How Do I Become a Nonprofit Manager?
If you read the last post on nonprofit management and are interested in learning more, then perhaps a role as a nonprofit manager is right for you. So now the question is, what’s the best way to pursue such a role?
As you might expect, there are many paths and none of them is necessarily right; it really depends on each individual’s interests and talents, and the specific opportunities available.
However, there are some timeless truths for managers. Many of these are described at length in other sections of the IHS Policy Career Guide, so I will only give details for those that are not covered elsewhere:
• Personnel management is usually required. There is a huge difference between project/program management and personnel management. The latter, as mentioned above, is much more challenging, and many folks are not good at it. If you have experience and skills with managing people, you are in a much better position to earn a management role and command a higher salary. If you don’t have such experience, try to take on a project in which you will have to supervise an intern or an assistant. That is a good start.
• Be entrepreneurial. Don’t just talk and gripe. Instead, take action, seize opportunities, and solve problems. Being entrepreneurial is how you get things done. So, for example, when you run into a problem, don’t just go to your boss with your hands in the air (doing so exports your work to your boss— which is not good). Instead, when you have a problem, go to your boss with a clear understanding of the problem, an analysis of ways to potentially solve the problem, and your recommendation. Then, your boss can simply react to your analysis and recommendation, and you win points for being entrepreneurial and getting things done.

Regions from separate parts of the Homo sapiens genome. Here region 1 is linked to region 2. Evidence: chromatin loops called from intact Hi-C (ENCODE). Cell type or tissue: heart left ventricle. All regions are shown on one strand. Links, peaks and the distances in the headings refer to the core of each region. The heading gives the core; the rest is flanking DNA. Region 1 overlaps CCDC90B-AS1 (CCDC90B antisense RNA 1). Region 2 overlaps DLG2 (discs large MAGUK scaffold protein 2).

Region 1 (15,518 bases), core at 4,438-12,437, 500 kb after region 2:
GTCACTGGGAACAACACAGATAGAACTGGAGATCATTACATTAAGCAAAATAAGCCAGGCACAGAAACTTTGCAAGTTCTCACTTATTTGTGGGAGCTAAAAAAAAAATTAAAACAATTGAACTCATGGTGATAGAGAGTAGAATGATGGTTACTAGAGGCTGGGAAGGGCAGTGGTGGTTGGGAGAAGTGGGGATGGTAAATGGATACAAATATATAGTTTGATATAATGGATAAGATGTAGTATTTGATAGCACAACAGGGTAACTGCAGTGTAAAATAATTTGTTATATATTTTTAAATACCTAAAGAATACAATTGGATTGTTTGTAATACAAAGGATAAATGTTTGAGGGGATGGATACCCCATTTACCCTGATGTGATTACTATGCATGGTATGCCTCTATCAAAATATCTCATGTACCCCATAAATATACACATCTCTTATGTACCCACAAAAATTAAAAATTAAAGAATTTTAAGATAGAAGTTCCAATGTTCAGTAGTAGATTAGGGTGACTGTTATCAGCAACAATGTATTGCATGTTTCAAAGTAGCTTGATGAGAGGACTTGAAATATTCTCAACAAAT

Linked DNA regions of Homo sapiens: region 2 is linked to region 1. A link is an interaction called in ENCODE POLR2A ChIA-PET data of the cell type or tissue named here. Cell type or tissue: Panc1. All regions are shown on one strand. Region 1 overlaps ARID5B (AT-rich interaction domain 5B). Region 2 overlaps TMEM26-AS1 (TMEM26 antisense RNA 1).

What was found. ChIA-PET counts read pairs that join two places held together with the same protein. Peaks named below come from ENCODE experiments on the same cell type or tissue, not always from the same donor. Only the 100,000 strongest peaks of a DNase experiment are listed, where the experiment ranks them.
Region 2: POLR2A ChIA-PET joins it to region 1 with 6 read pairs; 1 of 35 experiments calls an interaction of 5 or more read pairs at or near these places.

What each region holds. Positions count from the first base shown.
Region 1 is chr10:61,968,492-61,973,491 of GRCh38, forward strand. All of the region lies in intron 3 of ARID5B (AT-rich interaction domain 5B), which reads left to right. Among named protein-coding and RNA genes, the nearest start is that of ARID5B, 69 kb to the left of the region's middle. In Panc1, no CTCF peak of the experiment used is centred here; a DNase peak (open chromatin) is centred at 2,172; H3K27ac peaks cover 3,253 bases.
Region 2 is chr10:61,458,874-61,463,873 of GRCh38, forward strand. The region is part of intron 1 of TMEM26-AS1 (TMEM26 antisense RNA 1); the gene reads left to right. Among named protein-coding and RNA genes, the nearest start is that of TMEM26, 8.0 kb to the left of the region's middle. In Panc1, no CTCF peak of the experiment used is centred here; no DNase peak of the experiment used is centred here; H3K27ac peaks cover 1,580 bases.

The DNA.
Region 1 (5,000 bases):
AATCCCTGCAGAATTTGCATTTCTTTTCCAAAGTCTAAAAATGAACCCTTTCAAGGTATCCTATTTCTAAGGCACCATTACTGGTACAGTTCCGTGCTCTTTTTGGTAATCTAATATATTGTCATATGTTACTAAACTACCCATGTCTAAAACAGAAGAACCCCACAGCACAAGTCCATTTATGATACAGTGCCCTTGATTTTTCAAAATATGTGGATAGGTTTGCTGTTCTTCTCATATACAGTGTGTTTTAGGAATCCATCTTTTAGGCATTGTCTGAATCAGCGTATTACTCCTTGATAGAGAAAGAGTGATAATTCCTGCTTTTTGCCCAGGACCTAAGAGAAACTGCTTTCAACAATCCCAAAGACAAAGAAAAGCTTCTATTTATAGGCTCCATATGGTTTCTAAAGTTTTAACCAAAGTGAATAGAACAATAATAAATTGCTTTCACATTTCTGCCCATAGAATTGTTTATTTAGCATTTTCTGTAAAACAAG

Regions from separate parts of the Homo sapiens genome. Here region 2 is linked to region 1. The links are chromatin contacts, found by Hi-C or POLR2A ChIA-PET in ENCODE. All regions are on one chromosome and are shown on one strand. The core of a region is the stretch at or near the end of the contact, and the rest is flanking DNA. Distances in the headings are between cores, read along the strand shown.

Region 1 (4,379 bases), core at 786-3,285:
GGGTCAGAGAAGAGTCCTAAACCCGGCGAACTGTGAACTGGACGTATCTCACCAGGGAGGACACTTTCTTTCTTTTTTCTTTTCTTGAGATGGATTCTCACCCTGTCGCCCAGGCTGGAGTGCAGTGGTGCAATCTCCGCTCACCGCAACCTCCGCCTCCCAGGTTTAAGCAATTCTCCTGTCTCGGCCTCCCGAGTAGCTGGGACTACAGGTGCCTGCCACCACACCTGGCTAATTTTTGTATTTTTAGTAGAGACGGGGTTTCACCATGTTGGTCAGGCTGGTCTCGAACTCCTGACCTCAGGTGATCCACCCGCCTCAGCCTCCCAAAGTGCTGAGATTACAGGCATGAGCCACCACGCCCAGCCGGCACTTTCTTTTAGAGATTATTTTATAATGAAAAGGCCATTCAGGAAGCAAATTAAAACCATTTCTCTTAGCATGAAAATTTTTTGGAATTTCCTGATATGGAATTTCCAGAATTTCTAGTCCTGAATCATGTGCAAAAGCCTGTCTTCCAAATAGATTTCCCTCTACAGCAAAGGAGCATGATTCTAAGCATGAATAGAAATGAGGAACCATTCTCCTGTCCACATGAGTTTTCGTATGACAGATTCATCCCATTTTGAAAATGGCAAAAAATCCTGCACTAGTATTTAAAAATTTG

• Don’t be a mercenary. Both growing within a single organization and moving around a bit have their advantages. Of course, it’s fine to change jobs when the right opportunity comes around. But you don’t want to be (or earn a reputation as) a job-hopper who can’t commit, doesn’t know what she wants, and/or can’t live up to her obligations.
• Be humble.
Chad Thevenot is the Vice President and Chief Operating Officer for the Institute for Humane Studies. This post is an excerpt from the Management chapter of the IHS Policy Career Guide. The next excerpt from this chapter will discuss some of the challenges faced by nonprofit managers.
Serving in a management role in the nonprofit sector is intellectually rewarding and relatively lucrative (compared to many other nonprofit roles). But, from my experience, most folks in nonprofit management roles end up there by accident—some for the better, some for the worse. Perhaps this is largely because many people starting out on their career path do not know what nonprofit managers do exactly, and even if they do, they don’t know how to navigate their way into such a role. In this section, I try to shed some light on these two questions.
What Is Nonprofit Management?
At a meta level, management—in the nonprofit sector or otherwise —is about creating and maintaining an environment in which limited resources are deployed to create as much value as possible—that is, creating an environment in which people can “mix their labor” with resources (software, desks, etc.) to succeed in creating something of value. In the nonprofit sector, the value being created is generally a social outcome, such as a more-informed public. Creating a productive environment generally involves: